The yurt connects

The nomad tent (mong.: Ger, turk.: Yurt) is not only the center of a nomadic family’s life, but is a microcosm in itself. That’s why there is the Mongolian proverb „The yurt connects“. And all of you who will come together in a yurt with friends, family and colleagues, maybe to talk about some tough topics, will agree with this positive characteristic of the yurt. The yurt connects, it creates room, it blocks off and it is part of the nature, leads us back to reconnect with it, which is very important in your western world. It tells us a living history, its room is timeless, lets us feel the ground, earthing us. It calms us and demands our loving care and patience for its maintenance and preservation. Those who care for a yurt will benefit a lot from its flexibility and its weatherproof shelter.

The yurt- a microcosm

The dome is the roof and symbolizes the sky. The entrance of the yurt is the „front“ and is always directed south. The spot behind the fireplace is called Hoimor. This is north („the back“) A table stands here and a totem (turk.: Ongun, mong.: Ongon) is place on it, together with offerings for the ghosts. The seats next to it are the most important seats in the tent. Clan elders, shamans and other venerable guests sit here.

  • Right (west) is the men’s side of the tent. They sit here. Weapons and other manly tools and equipment will be stored here as well.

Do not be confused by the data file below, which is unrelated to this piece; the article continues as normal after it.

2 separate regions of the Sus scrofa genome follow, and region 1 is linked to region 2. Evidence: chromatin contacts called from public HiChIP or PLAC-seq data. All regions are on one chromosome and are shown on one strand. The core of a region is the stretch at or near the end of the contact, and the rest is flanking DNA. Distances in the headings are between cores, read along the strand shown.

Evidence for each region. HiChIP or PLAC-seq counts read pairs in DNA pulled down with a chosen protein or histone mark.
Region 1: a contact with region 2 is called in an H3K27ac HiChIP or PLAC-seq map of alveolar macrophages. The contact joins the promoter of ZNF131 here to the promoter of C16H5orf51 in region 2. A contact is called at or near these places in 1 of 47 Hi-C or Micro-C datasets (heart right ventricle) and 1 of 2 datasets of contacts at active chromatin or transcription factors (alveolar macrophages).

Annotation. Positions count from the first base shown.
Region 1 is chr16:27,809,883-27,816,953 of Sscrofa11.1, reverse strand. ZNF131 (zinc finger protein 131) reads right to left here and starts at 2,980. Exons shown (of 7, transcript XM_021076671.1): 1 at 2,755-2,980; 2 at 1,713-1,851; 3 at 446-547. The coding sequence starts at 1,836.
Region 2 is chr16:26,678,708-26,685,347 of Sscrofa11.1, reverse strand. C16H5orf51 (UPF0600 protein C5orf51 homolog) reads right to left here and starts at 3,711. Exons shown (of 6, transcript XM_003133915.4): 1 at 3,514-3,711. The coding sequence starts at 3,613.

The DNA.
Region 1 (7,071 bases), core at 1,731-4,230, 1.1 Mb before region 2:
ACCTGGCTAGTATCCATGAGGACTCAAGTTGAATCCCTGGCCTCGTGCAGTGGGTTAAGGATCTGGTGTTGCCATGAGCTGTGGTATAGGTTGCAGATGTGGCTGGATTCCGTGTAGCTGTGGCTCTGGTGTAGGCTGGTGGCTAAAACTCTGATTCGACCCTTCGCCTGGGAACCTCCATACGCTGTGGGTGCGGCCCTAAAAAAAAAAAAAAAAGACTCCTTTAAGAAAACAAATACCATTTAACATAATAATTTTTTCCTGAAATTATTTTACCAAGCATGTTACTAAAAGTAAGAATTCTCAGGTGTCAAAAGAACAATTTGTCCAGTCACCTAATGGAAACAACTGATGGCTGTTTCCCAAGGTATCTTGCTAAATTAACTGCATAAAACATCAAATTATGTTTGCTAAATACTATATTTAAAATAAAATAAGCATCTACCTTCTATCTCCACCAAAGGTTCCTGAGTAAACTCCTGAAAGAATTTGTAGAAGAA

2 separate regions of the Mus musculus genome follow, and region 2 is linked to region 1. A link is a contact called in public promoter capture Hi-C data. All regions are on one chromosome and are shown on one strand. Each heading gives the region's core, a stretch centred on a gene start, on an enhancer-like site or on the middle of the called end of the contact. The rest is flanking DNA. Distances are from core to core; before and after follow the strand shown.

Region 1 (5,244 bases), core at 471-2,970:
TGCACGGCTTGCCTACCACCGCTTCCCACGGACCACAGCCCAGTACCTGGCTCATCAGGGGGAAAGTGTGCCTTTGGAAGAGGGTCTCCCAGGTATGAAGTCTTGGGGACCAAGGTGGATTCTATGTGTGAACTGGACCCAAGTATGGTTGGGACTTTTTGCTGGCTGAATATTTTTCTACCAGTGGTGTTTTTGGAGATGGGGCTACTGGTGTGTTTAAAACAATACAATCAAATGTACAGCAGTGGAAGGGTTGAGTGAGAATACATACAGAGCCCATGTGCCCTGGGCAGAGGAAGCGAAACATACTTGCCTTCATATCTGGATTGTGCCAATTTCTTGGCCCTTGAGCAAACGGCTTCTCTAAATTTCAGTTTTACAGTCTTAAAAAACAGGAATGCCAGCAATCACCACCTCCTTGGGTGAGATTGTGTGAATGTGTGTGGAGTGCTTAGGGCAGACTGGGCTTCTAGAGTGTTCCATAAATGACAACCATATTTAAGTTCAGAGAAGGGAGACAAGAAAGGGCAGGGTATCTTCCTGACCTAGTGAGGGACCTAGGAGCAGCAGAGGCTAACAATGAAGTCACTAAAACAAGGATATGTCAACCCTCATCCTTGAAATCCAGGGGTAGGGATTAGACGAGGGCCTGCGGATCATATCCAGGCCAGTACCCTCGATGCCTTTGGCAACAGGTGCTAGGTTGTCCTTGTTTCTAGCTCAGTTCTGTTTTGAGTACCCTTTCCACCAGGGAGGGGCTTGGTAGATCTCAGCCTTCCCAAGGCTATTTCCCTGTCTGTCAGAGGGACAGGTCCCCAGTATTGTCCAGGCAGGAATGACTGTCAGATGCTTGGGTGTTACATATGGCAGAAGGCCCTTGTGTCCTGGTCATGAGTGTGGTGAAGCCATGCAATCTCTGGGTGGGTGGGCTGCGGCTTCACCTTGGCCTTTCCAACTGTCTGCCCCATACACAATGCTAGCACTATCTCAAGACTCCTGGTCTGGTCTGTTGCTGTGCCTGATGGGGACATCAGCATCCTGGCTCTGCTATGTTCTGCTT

• Left (east) is the women’s side of the tent. Women sit here and place womanly items like kitchen tools or child’s beds. Adolescents stay near the women’s side. During the twentieth century the orientation of east and west appears to have changed, since many yurts are furnished mirror-inverted.
  • In the center of the yurt is the fire pit, the most sacred place. This is the place of Golomt, daughter of Tenger. You have to show her respect. The yurt is the center of this cosm, and Gal Golomt, the fire pit of Golomt, is its center. The smoke column arising from the pit symbolizes the world tree, the opening in the roof is the entrance to the heavenly realm. The dream journey of shamans usually starts through this roof opening. Either the shaman climbs the world tree or he flies through the opening in the shape of a bird.

The small round beam of sunlight that falls through this opening turns clockwise, allowing you to tell the time. Also the inhabitants of the yurt move clockwise only, to prevent the balance to be disrupted. During rituals the shamans also move clockwise.






13th Century Ger- Style